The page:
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Camera Troubles

Travel Forums Travel Photography Camera Troubles

1. Posted by Sam2000 (Full Member, 121 posts) 25 Nov '07 02:21

I have an Olympus SP-500UZ, I think. It wasn't cheap, well, it probably was compared to some of your cameras but I've got the best I could afford!

However, I'm having trouble taking "action shots" as it were. It takes too long to take photographs. Taking a photo of something static is no problem...But anything moving, or if I'm moving just doesn't work. You sort of have to press the button, focus it, then it spends a couple of seconds doing something, then you get a photo!? The first time I realised this was a problem was when trying to take photo's of the Skelligs in Ireland from a boat, I saw the most incredible shot and I wanted it, but by the time the camera had fuffed around it was lost and it was just a useless blur...Which is no good!

Why does this happen and how can I rectify it?! Its really annoying!

Thanks for any replies,

Sam.

2. Posted by kymar1 (Full Member, 12 posts) 25 Nov '07 02:44

Hi Sam.

Yours is probably one of the most common "problems" with non-SLR digital cameras. That is, the shutter lag, or time delay between pressing the button, and the camera actually taking the photo.

Olympus and Canon are probably some of the slower cameras around and Fuji and Ricoh some of the fastest with almost instant shutter response.

In your case one thing you could try is switching to the camera's Sport or Action mode. This sometimes speeds things up a bit. Another trick if you are expecting action in a certain spot is to get ready, frame the shot, half press the shutter button so that the camera is already focussed and the exposure is set, then take the shot when ready.

Unfortunately there is no perfect solution to your problem which would work every time...

3. Posted by Sam2000 (Full Member, 121 posts) 25 Nov '07 02:56

It is incredibly frustrating. My uncle once got this amazing photo of my sister in the sea with a wave looming up behind her. It was brilliant, I want to get one like that, but I can't!

I've got a good artistic brain for photographs, I know what would look good, and what wouldn't.

The SLR ones are expensive, my friend has an SLR and she refused to tell me the price! I simply couldn't afford one. My camera is great for normal photographs, but again, another example, it was an electric storm and I was in my room and I noticed the lightning was sort of "balling", I don't know the real term but it was like a ball and it just went behind some houses and I couldn't get one of that either!

You say Canon and Olympus are the slower ones? But in the National Geographic all the photographs tend to be taken with a Canon? And they all come out really well!

[ Edit: Edited on Nov 25, 2007, at 3:01 AM by Sam2000 ]

4. Posted by Sander (Moderator, 4381 posts) 25 Nov '07 03:59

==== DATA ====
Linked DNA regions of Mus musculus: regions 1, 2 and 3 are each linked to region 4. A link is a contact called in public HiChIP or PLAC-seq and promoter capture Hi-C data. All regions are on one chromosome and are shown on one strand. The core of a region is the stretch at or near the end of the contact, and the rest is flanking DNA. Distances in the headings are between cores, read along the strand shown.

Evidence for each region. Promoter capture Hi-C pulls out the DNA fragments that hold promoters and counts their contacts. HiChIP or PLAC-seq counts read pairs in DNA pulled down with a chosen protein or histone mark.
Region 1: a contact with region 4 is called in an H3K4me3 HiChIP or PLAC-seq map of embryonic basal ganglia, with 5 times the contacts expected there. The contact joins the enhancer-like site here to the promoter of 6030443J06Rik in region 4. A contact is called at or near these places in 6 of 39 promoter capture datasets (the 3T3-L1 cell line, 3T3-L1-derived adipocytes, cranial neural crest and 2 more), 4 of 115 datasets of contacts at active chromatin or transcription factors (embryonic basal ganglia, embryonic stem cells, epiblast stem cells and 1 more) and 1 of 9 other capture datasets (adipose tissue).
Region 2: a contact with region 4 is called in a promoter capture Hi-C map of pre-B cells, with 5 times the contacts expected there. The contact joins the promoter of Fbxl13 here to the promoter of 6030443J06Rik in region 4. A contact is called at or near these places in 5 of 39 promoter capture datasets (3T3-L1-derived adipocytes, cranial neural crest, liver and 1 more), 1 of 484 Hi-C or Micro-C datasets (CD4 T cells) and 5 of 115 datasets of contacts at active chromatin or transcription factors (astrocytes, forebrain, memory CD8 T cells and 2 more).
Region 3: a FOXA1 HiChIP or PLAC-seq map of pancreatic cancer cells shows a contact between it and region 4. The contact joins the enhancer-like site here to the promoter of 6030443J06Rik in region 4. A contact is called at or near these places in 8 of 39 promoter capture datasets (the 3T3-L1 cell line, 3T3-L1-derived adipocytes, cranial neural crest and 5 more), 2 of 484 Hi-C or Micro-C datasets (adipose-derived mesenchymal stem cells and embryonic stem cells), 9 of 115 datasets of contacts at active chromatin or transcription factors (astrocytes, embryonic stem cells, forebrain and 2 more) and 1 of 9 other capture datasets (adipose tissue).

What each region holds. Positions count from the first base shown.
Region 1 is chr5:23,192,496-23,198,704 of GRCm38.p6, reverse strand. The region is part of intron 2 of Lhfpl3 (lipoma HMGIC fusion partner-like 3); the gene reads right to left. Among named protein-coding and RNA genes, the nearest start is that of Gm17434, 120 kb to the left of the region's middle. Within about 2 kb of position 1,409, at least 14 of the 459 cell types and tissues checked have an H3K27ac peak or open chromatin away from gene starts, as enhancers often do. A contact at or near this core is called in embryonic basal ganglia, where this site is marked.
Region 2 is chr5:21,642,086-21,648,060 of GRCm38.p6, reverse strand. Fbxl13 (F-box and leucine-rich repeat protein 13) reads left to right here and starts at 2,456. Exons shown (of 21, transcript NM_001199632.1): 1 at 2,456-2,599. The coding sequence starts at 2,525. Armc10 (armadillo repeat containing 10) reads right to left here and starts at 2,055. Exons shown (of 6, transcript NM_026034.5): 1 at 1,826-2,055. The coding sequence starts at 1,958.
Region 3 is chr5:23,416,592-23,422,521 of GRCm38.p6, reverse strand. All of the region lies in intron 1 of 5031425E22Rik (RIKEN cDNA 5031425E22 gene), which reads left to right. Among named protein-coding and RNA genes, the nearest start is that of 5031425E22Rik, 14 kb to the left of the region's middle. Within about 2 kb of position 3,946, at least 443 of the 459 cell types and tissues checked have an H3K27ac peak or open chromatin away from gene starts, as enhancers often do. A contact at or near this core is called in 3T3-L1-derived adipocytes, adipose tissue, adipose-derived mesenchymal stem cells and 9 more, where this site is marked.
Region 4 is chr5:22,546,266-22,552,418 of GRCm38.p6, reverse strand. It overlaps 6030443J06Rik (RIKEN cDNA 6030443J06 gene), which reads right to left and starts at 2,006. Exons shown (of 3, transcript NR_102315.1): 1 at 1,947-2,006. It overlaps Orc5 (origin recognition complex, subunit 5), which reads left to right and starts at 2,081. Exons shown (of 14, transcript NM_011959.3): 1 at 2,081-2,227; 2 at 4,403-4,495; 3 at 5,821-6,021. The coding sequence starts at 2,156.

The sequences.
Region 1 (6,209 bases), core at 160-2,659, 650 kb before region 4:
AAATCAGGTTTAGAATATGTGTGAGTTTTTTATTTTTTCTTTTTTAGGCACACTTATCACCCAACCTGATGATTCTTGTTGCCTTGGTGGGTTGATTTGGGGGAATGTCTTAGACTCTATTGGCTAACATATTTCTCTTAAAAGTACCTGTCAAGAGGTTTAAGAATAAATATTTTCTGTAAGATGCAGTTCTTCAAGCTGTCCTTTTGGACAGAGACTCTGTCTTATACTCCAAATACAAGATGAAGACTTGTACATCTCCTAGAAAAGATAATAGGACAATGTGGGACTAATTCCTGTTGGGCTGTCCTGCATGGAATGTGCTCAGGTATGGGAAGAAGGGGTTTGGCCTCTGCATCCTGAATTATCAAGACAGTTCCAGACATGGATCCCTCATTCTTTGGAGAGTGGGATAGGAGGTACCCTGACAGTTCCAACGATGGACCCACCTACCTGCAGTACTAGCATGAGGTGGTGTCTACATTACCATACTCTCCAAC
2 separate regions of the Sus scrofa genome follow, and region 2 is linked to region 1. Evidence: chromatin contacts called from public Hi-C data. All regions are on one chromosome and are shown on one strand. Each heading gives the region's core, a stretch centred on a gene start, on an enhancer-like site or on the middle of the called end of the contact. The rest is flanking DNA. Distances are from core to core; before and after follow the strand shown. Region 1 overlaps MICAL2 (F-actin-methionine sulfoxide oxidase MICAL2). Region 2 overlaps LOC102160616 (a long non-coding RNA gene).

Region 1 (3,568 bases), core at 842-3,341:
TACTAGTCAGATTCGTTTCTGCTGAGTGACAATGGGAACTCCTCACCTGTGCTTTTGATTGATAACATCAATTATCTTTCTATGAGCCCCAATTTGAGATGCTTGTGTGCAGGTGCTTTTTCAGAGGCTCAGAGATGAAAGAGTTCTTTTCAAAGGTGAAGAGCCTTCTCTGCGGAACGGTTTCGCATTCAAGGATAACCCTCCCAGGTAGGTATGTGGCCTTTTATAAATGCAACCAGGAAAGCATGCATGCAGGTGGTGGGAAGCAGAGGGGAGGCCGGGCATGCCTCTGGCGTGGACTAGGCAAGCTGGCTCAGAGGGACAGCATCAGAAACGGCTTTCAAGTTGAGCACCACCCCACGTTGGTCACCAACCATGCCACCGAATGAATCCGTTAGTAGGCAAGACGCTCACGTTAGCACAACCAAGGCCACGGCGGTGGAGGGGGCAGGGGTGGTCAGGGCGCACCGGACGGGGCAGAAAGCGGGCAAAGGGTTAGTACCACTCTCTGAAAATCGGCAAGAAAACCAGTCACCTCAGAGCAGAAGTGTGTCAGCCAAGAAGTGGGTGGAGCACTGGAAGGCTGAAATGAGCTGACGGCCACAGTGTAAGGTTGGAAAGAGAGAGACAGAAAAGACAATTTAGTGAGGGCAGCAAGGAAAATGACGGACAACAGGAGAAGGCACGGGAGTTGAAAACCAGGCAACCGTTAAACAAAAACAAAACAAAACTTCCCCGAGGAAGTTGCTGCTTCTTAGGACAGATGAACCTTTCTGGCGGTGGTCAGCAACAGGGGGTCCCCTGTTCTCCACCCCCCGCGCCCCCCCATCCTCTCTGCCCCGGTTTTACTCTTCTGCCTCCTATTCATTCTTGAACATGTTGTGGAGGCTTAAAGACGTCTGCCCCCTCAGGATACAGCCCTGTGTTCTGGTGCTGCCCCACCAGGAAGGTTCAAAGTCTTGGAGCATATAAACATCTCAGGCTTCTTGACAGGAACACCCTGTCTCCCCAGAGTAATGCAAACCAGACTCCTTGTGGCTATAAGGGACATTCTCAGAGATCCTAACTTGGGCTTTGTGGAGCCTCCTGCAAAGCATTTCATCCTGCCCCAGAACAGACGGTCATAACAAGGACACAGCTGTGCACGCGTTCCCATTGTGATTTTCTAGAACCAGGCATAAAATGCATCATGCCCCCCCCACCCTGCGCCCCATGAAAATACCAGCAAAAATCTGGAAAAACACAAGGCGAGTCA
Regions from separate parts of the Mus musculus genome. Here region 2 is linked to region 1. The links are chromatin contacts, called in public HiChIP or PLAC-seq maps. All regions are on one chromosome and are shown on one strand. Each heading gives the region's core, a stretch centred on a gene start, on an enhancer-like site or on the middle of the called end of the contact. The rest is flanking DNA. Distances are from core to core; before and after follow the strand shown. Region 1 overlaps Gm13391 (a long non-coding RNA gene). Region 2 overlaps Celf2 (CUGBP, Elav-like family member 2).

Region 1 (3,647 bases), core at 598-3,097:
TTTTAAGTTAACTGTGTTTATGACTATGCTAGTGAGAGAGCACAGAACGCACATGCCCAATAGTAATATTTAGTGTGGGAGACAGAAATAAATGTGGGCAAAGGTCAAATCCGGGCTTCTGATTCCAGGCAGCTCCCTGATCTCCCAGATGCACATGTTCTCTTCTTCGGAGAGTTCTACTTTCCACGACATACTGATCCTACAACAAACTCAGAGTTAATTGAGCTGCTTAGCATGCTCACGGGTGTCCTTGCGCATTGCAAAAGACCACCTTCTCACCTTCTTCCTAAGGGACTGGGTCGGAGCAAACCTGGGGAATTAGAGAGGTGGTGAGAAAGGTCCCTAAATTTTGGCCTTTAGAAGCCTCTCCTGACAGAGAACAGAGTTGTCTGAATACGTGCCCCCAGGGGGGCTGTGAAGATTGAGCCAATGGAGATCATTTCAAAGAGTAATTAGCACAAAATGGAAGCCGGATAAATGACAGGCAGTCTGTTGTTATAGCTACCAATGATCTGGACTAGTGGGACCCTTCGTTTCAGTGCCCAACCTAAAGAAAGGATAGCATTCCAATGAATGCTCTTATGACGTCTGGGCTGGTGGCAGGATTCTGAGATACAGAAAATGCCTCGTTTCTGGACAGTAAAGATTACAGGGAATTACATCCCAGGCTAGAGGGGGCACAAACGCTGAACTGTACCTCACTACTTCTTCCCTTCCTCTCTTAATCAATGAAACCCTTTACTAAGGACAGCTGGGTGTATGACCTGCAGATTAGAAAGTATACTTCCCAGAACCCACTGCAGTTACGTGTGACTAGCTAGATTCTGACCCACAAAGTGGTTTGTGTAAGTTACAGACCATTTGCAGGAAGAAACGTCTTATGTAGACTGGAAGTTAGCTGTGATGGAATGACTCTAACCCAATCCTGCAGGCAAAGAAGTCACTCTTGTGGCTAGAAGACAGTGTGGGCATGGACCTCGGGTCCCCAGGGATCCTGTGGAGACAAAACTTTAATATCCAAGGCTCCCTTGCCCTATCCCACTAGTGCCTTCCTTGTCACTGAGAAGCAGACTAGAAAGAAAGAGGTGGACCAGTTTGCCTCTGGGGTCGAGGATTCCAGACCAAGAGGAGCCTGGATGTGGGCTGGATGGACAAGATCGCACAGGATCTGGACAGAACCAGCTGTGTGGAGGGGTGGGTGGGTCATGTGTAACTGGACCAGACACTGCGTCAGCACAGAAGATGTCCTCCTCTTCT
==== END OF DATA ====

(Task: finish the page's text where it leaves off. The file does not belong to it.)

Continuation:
Quoting Sam2000

The SLR ones are expensive, my friend has an SLR and she refused to tell me the price! I simply couldn't afford one.

Googling a bit, I see that the Nikon D40 (entry-level DSLR; the smallest, simplest, most lightweight and cheapest one out there - but still quite powerful and with all the benefits of a DSLR) costs £300 at Jacobs and £350 at Jessops (after a rebate). I don't know how much you paid for your Olympus, but dpreview lists its price as £280, so I imagine it's not that far out of the ballpark.

You say Canon and Olympus are the slower ones? But in the National Geographic all the photographs tend to be taken with a Canon? And they all come out really well!

No photograph ever shown in the National Geographic was taken with a point 'n shoot camera. Personally I think kymar is generalizing too much with his slow and fast brands categorization (there's a huge difference between certain models), but what he was talking about was purely the point 'n shoot cameras from those brands. DSLR cameras simply do not have shutter lag, and it'll always be high-end DSLR cameras which take the photos you see in magazines.

But of course, having that Olympus now, I imagine you're not too keen on already shelling out for a replacement. So yeah, the only 'solution' which has any chance of working is to get really good at predicting the future. Be more aware of what's happening in the world around you, anticipate, and click just a second too early.
I remember back when I was walking around with my Canon powershot (another compact point 'n shoot) that I always was infinitely frustrated with this. I did have some luck over time in getting the really rare shots (I remember this one time when I saw a duck take off over a near mirror-like lake in the early dawn light; In a mere second I framed the shot, waited until he was almost where I wanted him, and clicked - and it actually came out the way I'd hoped!), but that took many months of painful experience. Together with the abysmal battery life, this was the main reason for me blowing all my savings on a DSLR (the Nikon D70, back then), which I've never regretted. It's a different way of taking photos - but (imo), it's an infinitely superior way.

[ Edit: Edited on Nov 25, 2007, at 4:04 AM by Sander ]

5. Posted by Sam2000 (Full Member, 121 posts) 25 Nov '07 07:25

Thanks for the replies!

To be honest, my dad paid for it, I just chose it...Its a brilliant camera for everything else, I've got some fantastic landscape photographs and sunsets but I'd love to get one of something moving that I can be really proud of getting.

Actually if I get good at predicting the future I guess that would improve my photography technique. Its like if a violinst can make a rubbish violin sound good then s/he can make a good one sound amazing.